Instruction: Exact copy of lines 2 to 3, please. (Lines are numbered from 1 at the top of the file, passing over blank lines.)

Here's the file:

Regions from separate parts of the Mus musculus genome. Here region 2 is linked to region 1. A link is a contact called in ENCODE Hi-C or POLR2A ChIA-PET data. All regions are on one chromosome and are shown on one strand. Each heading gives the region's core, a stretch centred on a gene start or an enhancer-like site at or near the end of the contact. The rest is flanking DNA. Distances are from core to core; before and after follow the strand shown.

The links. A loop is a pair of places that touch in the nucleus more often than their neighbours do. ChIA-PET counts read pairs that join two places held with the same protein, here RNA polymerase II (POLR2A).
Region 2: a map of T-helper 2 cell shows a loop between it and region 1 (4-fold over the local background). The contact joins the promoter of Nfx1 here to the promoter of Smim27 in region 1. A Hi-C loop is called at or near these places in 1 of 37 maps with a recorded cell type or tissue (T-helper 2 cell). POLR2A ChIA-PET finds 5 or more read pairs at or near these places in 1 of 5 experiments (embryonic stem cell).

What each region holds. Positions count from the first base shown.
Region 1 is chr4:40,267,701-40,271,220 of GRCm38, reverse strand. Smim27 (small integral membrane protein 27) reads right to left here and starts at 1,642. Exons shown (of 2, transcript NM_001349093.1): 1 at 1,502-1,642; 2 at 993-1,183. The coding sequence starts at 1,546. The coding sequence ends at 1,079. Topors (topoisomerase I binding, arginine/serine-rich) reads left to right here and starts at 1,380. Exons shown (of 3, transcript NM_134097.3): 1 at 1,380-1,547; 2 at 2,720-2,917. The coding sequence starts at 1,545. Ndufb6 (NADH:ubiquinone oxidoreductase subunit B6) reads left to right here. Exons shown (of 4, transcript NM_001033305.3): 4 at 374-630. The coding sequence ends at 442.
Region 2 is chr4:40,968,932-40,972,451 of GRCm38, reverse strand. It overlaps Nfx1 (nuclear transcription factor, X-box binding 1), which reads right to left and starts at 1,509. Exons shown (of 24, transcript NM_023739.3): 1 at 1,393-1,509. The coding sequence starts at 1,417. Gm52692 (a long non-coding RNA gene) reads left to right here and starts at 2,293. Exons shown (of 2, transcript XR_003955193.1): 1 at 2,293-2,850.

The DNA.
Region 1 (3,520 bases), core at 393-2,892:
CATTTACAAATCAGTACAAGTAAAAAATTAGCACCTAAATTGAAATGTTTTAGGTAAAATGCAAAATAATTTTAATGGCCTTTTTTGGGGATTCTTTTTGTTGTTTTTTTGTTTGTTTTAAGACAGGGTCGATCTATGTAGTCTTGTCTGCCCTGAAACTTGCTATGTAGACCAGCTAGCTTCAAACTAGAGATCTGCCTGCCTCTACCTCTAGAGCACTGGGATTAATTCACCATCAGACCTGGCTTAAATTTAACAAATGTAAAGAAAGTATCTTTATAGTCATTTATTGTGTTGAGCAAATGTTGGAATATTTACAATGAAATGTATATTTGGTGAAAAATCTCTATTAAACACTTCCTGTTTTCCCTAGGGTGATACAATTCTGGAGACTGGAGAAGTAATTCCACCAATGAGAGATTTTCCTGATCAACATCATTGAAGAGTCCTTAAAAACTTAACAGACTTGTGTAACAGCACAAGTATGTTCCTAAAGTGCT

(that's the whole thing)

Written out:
The links. A loop is a pair of places that touch in the nucleus more often than their neighbours do. ChIA-PET counts read pairs that join two places held with the same protein, here RNA polymerase II (POLR2A).
Region 2: a map of T-helper 2 cell shows a loop between it and region 1 (4-fold over the local background). The contact joins the promoter of Nfx1 here to the promoter of Smim27 in region 1. A Hi-C loop is called at or near these places in 1 of 37 maps with a recorded cell type or tissue (T-helper 2 cell). POLR2A ChIA-PET finds 5 or more read pairs at or near these places in 1 of 5 experiments (embryonic stem cell).